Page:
Three ways to combat cyber attacks and mitigate their impact

15 November 2022 3 min. read
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Following the recent cyber attacks on Medibank and Optus, organisations around Australia have been left wondering whether they could be next.

The Medibank incident saw four million customers have their personal information leaked, while the Optus breach exposed personal details of a massive 9.8 million Australians.

Cyber attacks are on the rise around the country, with the Australian Federal Police announcing earlier this month that it was recently involved in stopping an international ransomware gang that was targeting Australian businesses.

Adam Gibbins, Director, BlueRock

According to Adam Gibbins, a Director at BlueRock, “Cyber security breaches can have serious implications for a business, and can result in not only data being lost, but also customers. Optus has reportedly lost 10 percent of its customers following last month’s cyber attack. Businesses are required by law to hold on to past customers' data, so former customers can also be affected.”

“While it’s required by law to retain customer and employee data, organisations need to look at their internal strategies and ensure they have a plan in place to combat a potential cyber attack. It’s also essential to communicate this to customers and employees to build trust.”

Gibbins shares three ways how Australian businesses can combat cyber attacks and mitigate their impact:

Backup data

In order to recover any information you may lose to a cyber incident, backup your business’ data and website. This is essential as most of your important data and information will be the first to be accessed if an incident occurs. Therefore, having your information backed up will help you ensure important information isn’t lost.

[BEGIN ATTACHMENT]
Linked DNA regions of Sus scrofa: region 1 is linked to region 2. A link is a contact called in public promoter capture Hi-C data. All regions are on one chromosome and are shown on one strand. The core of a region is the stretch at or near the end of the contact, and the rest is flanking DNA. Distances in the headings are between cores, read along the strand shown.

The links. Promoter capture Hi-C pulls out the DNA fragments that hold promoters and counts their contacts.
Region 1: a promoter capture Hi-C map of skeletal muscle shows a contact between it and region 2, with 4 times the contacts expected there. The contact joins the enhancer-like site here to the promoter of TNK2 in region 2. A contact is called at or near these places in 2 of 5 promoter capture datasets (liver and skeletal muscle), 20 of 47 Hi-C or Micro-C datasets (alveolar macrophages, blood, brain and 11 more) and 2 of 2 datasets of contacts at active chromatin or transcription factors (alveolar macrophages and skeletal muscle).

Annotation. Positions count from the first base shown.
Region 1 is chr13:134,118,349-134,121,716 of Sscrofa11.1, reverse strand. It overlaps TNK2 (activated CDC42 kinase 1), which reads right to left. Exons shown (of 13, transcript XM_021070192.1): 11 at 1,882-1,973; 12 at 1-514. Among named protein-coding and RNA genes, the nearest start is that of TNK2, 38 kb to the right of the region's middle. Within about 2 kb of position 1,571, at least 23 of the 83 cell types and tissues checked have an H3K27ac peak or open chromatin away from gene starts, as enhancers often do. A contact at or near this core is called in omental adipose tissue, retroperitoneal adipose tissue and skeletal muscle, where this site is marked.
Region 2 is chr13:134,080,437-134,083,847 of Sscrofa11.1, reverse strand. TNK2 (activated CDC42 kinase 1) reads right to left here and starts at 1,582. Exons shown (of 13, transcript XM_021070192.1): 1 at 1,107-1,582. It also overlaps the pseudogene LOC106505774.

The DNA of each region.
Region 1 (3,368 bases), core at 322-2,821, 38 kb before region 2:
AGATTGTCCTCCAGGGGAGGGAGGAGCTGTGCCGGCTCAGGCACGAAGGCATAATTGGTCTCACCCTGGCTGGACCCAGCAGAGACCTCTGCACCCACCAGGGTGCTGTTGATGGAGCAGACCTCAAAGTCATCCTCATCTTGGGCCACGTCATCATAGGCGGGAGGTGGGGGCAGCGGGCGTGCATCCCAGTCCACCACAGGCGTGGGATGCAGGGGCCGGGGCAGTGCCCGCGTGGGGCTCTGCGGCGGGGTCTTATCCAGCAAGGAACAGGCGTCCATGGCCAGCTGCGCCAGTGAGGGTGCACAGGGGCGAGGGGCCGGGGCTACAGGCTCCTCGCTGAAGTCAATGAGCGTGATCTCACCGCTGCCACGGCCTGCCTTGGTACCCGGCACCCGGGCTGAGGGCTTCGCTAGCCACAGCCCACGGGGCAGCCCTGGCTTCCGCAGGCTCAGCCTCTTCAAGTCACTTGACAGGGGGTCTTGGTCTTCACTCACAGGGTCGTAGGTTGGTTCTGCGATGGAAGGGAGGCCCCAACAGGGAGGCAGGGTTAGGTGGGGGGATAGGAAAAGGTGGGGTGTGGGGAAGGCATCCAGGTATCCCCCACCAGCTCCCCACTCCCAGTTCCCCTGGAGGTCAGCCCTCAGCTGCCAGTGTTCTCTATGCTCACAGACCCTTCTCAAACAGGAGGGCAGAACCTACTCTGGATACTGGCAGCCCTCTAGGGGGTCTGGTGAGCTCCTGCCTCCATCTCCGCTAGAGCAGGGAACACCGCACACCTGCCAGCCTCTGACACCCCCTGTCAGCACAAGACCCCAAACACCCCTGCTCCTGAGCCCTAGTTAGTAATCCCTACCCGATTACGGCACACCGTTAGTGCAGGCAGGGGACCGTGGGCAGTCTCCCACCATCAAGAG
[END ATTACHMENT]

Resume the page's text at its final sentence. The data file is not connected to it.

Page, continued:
Useful backup methods include daily incremental back-ups to a portable device and/or cloud storage, end-of-week server back-ups, quarterly server back-ups and yearly server back-ups. Using a combination of these will cover you all year round.

It is essential to make backing up your data a habit. Backups to an external drive or a portable device that is separate from offsite storage will give your business a plan B.

Cyber security training

As your staff are the primary contact point for customers and other employees, it is important to ensure your team knows about the threats they can face and the role they play in keeping your business and customers safe.

Your business should provide an educational training service that provides your staff with the information needed in case of an incident. The training should include how to maintain good passwords and passphrases, how to identify and avoid cyber threats and what to do if they encounter a cyber threat, including reporting.

Cyber insurance policy

It is important to remember that no IT system is impenetrable. That is why it is essential that your business has a cyber insurance policy in place as part of your business strategy. Cyber insurance firstly helps to meet the direct costs incurred by a business and damages to parties affected, and secondly, it provides access to a response team of experts to assist you in managing every aspect of a cyber breach.

It is important to know that cyber crime is not limited to large organisations and as many as 58% of victims of breaches are categorised as small businesses. Basically if your business has a website or electronic records, you’re vulnerable to cyber hackers. Cyber insurance policies are accessible to businesses of any size, and as it is a relatively new form of cover, it is important to review your current insurance and perceive data like you would any other asset.

With tougher scrutiny on businesses and the way they store data, now is the right time to protect your business from the repercussions of cyber-crime.

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